The Empirical Face of Happiness

Posted on 2014/03/03

Much of the new research on the science of happiness reveals that the way we think about feeling is important in determining how good we feel. If we think it is good, we feel good; if we think it is bad, we feel bad. It is the matter of subjective feelings where one distinctively knows how one feels. Cultural studies, on the other hand, don’t rely on subjectivity. Cultural and psychoanalytic approaches argue that ordinary attachments of everyday life create ambivalence to the very idea of happiness and these are a source of confusion and discourage the clear distinction of good and bad feelings. 

Happiness research has documented the places where happiness is located and it has also explored which individuals, social groups, and nations are happier than others. It makes a connection between social indicators and levels of happiness. These signs not just help evaluate subjective well being but they also foresee how happy different kinds of people will be, Frey and Stutzer call them psychograms (2002). One of the key indicators of happiness is marriage. It means that getting married maximizes happiness and on the basis of this prediction we can say that married people are likely to be happier than those who are unmarried. This measurement is powerful and it implies that the science of happiness is per-formative when we find happiness in certain place, we count those places as causes of happiness.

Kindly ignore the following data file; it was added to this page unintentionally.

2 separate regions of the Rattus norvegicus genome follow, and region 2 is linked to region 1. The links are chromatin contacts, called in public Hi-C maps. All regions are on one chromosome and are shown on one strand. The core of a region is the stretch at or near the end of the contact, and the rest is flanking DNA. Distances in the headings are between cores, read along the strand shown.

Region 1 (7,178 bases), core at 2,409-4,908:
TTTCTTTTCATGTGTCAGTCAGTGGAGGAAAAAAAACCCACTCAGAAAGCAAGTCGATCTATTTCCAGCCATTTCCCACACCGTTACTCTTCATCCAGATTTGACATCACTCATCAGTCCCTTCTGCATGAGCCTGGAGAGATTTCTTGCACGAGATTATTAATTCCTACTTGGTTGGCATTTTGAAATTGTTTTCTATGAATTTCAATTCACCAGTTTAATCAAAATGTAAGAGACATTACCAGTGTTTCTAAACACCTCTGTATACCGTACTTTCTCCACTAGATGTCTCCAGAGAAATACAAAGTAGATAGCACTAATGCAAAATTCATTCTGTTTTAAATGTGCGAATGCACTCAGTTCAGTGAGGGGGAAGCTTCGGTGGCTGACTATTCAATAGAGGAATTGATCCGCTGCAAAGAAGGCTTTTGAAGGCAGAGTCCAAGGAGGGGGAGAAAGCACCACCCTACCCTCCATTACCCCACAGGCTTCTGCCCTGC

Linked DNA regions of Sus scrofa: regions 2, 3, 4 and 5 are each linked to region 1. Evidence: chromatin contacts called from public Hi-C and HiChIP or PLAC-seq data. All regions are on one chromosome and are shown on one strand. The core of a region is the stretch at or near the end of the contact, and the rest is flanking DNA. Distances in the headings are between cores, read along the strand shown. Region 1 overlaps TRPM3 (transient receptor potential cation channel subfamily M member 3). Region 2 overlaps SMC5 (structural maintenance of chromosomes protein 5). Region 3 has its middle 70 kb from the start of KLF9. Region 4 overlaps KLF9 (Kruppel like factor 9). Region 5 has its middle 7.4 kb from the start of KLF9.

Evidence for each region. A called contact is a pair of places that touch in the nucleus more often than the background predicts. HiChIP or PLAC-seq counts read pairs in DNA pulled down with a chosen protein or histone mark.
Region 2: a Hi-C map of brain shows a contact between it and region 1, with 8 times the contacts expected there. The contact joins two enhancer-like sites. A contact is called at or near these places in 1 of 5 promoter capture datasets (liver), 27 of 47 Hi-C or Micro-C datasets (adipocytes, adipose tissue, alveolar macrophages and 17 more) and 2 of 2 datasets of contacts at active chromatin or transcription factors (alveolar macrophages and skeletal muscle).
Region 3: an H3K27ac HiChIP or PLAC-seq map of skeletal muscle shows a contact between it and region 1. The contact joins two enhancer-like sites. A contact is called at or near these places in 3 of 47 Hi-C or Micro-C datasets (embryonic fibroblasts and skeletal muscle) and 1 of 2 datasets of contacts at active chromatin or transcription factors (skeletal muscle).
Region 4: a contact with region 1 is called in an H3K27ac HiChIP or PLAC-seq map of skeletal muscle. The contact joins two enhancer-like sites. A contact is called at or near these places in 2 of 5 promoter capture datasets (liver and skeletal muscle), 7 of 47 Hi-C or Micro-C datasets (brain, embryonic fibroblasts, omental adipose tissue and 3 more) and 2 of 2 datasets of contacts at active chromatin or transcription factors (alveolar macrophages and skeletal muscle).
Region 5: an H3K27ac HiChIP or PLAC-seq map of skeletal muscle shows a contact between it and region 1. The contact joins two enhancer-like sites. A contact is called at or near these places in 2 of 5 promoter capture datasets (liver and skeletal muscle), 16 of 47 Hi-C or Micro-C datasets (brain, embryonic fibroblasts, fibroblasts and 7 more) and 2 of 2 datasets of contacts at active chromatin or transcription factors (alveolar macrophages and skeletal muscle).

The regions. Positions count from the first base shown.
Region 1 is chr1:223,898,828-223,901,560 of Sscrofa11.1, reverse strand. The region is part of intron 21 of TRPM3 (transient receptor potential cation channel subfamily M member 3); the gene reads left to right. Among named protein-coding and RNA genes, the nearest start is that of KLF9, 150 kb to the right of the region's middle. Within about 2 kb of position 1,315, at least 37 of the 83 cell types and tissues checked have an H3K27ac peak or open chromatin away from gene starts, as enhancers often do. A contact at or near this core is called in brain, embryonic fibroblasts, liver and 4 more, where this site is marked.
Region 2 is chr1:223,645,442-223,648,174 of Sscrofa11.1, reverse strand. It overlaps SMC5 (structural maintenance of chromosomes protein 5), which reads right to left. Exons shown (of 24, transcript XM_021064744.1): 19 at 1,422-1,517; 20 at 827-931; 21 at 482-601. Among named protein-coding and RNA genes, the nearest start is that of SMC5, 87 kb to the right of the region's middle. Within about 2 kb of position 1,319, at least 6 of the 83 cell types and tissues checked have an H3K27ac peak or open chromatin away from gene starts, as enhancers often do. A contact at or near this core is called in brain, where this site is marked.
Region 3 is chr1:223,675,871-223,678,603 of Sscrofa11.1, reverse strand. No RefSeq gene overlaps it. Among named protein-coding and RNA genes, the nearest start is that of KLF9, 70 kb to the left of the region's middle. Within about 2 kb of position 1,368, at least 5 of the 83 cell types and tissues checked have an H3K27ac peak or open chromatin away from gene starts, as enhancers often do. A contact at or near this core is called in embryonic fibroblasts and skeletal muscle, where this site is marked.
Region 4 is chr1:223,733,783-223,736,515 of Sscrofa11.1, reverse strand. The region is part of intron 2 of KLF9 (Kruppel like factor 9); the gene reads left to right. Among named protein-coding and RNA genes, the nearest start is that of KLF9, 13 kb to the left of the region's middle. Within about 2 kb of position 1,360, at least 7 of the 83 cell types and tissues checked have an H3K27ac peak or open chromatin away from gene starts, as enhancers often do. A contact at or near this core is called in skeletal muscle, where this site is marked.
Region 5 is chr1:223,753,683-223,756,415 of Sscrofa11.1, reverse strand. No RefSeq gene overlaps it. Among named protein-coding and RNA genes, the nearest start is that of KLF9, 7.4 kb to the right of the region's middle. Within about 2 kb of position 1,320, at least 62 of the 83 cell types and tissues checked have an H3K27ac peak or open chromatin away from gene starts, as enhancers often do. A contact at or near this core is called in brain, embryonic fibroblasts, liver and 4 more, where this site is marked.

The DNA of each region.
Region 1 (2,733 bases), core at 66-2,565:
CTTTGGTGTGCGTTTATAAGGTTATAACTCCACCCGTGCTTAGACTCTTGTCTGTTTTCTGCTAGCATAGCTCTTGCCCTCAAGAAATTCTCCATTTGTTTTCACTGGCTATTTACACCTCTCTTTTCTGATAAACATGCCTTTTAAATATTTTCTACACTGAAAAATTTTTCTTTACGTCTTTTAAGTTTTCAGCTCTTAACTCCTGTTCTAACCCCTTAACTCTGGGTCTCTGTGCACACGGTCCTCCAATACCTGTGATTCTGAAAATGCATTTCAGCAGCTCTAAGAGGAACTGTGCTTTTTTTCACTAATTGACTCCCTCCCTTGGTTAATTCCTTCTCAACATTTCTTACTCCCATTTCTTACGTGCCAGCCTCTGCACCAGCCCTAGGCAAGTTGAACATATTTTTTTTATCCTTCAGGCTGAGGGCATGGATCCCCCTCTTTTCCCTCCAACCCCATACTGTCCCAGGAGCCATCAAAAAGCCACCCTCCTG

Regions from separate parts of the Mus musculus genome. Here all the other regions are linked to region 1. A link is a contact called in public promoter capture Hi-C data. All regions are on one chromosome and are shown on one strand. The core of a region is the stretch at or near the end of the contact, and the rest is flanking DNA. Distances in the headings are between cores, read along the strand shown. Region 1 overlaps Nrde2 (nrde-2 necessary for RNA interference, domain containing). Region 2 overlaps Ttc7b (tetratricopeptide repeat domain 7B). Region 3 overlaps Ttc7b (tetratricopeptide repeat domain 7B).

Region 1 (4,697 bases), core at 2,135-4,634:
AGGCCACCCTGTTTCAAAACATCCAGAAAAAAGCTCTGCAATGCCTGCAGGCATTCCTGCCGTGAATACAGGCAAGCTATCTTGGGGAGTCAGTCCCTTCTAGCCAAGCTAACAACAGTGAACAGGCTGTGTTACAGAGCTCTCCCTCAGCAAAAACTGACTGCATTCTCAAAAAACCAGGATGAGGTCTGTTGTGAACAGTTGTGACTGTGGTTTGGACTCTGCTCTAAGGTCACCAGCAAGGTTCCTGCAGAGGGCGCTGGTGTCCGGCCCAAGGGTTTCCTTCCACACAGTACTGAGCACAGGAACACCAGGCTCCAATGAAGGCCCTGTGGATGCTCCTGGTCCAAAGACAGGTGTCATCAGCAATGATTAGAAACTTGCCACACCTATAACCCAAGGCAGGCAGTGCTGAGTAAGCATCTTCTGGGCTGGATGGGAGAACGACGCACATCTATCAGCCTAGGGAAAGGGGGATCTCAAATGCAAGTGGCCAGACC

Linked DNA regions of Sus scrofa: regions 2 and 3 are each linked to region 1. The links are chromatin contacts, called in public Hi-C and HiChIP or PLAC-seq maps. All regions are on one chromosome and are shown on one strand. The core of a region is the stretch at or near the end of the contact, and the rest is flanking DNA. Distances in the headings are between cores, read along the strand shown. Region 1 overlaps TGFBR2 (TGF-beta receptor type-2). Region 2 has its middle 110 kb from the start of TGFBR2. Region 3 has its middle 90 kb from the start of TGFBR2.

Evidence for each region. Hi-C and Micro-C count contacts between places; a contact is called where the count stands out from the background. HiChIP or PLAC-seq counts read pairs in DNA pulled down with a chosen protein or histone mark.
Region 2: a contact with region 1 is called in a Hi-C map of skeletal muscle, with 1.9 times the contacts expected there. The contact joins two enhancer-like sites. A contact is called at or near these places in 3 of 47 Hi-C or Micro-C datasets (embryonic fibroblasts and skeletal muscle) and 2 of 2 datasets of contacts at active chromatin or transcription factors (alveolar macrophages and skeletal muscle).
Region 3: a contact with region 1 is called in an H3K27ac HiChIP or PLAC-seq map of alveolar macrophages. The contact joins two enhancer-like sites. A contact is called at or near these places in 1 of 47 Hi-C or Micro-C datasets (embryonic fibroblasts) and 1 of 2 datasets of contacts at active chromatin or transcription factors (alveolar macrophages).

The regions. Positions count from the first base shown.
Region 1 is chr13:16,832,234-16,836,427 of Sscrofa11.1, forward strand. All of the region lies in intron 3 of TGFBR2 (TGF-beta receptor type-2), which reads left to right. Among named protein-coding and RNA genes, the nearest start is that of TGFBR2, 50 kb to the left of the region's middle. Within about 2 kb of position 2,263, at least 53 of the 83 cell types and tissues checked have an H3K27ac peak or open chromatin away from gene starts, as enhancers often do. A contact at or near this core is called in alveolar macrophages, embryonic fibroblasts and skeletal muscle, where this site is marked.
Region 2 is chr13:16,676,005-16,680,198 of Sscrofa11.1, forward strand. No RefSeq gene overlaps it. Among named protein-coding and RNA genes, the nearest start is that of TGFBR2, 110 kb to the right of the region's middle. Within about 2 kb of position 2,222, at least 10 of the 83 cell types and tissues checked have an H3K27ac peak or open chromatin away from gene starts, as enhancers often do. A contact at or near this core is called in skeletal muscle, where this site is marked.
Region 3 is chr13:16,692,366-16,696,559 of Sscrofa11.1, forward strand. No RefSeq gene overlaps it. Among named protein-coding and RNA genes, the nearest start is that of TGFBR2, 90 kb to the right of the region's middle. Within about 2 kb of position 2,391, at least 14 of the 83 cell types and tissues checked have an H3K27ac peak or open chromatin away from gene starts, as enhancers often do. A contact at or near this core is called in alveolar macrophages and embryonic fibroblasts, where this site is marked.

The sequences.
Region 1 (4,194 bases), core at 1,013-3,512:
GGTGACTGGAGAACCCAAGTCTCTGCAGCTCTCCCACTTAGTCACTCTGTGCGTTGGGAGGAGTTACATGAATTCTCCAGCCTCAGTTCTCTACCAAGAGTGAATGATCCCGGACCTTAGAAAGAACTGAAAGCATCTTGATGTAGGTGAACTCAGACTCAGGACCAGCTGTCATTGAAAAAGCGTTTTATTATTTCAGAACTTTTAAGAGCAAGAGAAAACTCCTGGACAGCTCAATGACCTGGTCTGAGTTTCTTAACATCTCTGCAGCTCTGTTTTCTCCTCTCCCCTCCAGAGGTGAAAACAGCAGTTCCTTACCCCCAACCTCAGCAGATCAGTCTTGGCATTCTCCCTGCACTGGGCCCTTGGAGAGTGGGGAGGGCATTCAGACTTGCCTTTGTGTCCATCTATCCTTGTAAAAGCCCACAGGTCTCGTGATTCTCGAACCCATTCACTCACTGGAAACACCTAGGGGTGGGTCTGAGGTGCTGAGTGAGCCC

We encounter many speech acts in our day to day lives that are called happiness speech acts by the researchers who collect empirical data on happiness. In our early childhood, we often hear our parents saying “We work hard to make you happy” or “what else you want to be happier”. Then in later life, you may hear your friend or spouse saying “I can’t bear you to be unhappy” or “I can do anything to make you happy”. These are just a few examples of kind of happiness speech acts. When we hear someone saying “you make me happy”, probably that person is moved by something (an object related to us) in such a manner that when he thinks of happiness, he imagines that object. So when we imagine happiness as a feeling state, or a form of perception that assesses a life situation we’ve reached over time, happiness also moves towards objects. We turn to objects and consider them as the ‘makers’ of happiness. When we say ‘it makes me happier’ we assume that happiness begins from somewhere other than ourselves who actually describe a situation.

When we turn to the concept of how objects become happy, we can say that happiness is a state of consciousness that is achieved when we follow the desired proximity to an object and desire varies from person to person. Happiness also involves affect and it implies when we are affected by a desired object, we feel happier. Another factor is intentionality since we feel happy when we purposely think about something good. It can be the case of making judgments also, unless we don’t self evaluate to be happy we’ll not judge something to be good. Happiness when viewed as a science takes into account potential objects and their positive affective value as social goods and the empirical research in this regards views the society as a happy object, and discovers what factors contribute to its happiness, and to what degree they have their affect on individuals’ subjective well being.